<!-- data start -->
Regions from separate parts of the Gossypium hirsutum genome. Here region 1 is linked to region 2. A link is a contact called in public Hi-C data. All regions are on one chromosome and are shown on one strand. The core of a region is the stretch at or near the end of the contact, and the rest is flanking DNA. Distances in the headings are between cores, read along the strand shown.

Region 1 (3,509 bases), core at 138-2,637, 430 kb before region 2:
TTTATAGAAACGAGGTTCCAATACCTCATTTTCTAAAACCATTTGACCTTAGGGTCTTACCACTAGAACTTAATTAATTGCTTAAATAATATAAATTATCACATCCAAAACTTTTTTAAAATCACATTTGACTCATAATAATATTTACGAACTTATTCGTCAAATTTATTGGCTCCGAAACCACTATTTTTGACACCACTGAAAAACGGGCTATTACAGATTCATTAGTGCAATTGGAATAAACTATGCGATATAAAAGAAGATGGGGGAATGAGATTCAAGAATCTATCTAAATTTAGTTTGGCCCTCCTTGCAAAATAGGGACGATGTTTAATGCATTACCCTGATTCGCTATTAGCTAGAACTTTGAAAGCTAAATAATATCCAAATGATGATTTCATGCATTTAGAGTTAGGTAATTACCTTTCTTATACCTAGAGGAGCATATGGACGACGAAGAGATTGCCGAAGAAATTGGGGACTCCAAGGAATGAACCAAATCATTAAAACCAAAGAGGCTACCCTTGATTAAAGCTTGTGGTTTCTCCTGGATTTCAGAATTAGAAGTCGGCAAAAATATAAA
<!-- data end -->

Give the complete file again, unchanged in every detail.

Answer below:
Regions from separate parts of the Gossypium hirsutum genome. Here region 1 is linked to region 2. A link is a contact called in public Hi-C data. All regions are on one chromosome and are shown on one strand. The core of a region is the stretch at or near the end of the contact, and the rest is flanking DNA. Distances in the headings are between cores, read along the strand shown.

Region 1 (3,509 bases), core at 138-2,637, 430 kb before region 2:
TTTATAGAAACGAGGTTCCAATACCTCATTTTCTAAAACCATTTGACCTTAGGGTCTTACCACTAGAACTTAATTAATTGCTTAAATAATATAAATTATCACATCCAAAACTTTTTTAAAATCACATTTGACTCATAATAATATTTACGAACTTATTCGTCAAATTTATTGGCTCCGAAACCACTATTTTTGACACCACTGAAAAACGGGCTATTACAGATTCATTAGTGCAATTGGAATAAACTATGCGATATAAAAGAAGATGGGGGAATGAGATTCAAGAATCTATCTAAATTTAGTTTGGCCCTCCTTGCAAAATAGGGACGATGTTTAATGCATTACCCTGATTCGCTATTAGCTAGAACTTTGAAAGCTAAATAATATCCAAATGATGATTTCATGCATTTAGAGTTAGGTAATTACCTTTCTTATACCTAGAGGAGCATATGGACGACGAAGAGATTGCCGAAGAAATTGGGGACTCCAAGGAATGAACCAAATCATTAAAACCAAAGAGGCTACCCTTGATTAAAGCTTGTGGTTTCTCCTGGATTTCAGAATTAGAAGTCGGCAAAAATATAAA